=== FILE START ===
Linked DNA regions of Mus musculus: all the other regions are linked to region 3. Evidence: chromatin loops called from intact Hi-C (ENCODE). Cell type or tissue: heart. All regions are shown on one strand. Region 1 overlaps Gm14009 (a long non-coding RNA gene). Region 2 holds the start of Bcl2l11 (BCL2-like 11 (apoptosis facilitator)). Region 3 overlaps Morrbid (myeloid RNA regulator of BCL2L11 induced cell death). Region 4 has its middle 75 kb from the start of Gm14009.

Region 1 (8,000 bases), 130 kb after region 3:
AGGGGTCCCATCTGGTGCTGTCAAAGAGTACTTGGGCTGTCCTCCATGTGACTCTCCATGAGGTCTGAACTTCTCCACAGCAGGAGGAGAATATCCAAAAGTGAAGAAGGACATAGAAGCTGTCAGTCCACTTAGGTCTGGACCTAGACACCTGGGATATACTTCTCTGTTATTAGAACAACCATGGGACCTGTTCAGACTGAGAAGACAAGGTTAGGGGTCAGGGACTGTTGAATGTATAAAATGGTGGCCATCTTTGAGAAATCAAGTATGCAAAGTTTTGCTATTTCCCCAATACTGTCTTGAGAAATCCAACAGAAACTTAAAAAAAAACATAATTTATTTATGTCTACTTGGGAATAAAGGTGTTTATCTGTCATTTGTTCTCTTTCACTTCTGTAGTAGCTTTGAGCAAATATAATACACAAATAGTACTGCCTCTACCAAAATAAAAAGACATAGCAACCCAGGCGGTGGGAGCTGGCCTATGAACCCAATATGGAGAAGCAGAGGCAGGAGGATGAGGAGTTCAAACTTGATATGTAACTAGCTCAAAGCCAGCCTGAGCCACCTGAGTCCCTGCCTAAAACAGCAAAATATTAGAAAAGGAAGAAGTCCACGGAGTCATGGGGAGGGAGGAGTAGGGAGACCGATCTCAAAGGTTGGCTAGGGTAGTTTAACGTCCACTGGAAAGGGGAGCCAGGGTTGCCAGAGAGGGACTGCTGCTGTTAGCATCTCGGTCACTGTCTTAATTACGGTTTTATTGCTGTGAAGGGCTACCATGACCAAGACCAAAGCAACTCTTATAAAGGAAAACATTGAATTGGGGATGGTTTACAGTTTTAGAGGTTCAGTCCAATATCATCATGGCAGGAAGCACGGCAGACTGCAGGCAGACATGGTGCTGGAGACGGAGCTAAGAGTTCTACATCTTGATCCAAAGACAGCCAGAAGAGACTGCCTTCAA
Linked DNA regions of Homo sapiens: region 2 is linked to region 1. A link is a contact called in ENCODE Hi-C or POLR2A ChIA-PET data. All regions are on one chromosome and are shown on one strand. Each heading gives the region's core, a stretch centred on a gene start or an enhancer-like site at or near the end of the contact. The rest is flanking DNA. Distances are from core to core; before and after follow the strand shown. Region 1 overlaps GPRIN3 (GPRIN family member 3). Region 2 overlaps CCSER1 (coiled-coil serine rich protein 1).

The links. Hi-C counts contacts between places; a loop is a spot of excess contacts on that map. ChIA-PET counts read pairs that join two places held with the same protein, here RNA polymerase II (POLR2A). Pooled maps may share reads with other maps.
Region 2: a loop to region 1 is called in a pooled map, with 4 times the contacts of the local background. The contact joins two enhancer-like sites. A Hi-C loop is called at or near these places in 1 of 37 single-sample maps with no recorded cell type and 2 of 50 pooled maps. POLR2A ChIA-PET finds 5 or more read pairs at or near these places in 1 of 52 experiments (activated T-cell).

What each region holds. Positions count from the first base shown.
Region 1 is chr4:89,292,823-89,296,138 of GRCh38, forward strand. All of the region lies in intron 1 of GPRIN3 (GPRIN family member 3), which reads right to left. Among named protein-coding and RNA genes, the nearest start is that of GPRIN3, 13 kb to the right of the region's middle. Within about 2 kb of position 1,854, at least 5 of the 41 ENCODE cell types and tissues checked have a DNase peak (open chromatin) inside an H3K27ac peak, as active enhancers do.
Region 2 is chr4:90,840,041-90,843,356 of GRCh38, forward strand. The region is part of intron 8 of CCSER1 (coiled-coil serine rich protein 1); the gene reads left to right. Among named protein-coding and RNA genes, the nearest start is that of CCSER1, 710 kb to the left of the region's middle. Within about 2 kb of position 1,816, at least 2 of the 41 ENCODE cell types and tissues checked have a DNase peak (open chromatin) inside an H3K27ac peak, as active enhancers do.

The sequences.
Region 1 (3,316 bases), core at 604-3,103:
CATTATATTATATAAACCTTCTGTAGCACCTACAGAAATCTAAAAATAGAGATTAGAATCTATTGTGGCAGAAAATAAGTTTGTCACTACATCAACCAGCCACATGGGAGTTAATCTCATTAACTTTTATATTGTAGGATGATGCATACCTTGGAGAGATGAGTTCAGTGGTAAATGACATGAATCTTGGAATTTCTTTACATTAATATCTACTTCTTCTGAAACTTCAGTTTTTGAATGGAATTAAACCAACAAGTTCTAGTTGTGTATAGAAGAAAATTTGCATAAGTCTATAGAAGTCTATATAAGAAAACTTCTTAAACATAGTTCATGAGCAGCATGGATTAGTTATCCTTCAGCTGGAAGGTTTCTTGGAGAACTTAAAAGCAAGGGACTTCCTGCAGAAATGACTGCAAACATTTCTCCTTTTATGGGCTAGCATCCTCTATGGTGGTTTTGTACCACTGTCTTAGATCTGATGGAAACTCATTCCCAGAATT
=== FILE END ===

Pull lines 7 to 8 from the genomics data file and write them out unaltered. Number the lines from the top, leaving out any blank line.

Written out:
What each region holds. Positions count from the first base shown.
Region 1 is chr4:89,292,823-89,296,138 of GRCh38, forward strand. All of the region lies in intron 1 of GPRIN3 (GPRIN family member 3), which reads right to left. Among named protein-coding and RNA genes, the nearest start is that of GPRIN3, 13 kb to the right of the region's middle. Within about 2 kb of position 1,854, at least 5 of the 41 ENCODE cell types and tissues checked have a DNase peak (open chromatin) inside an H3K27ac peak, as active enhancers do.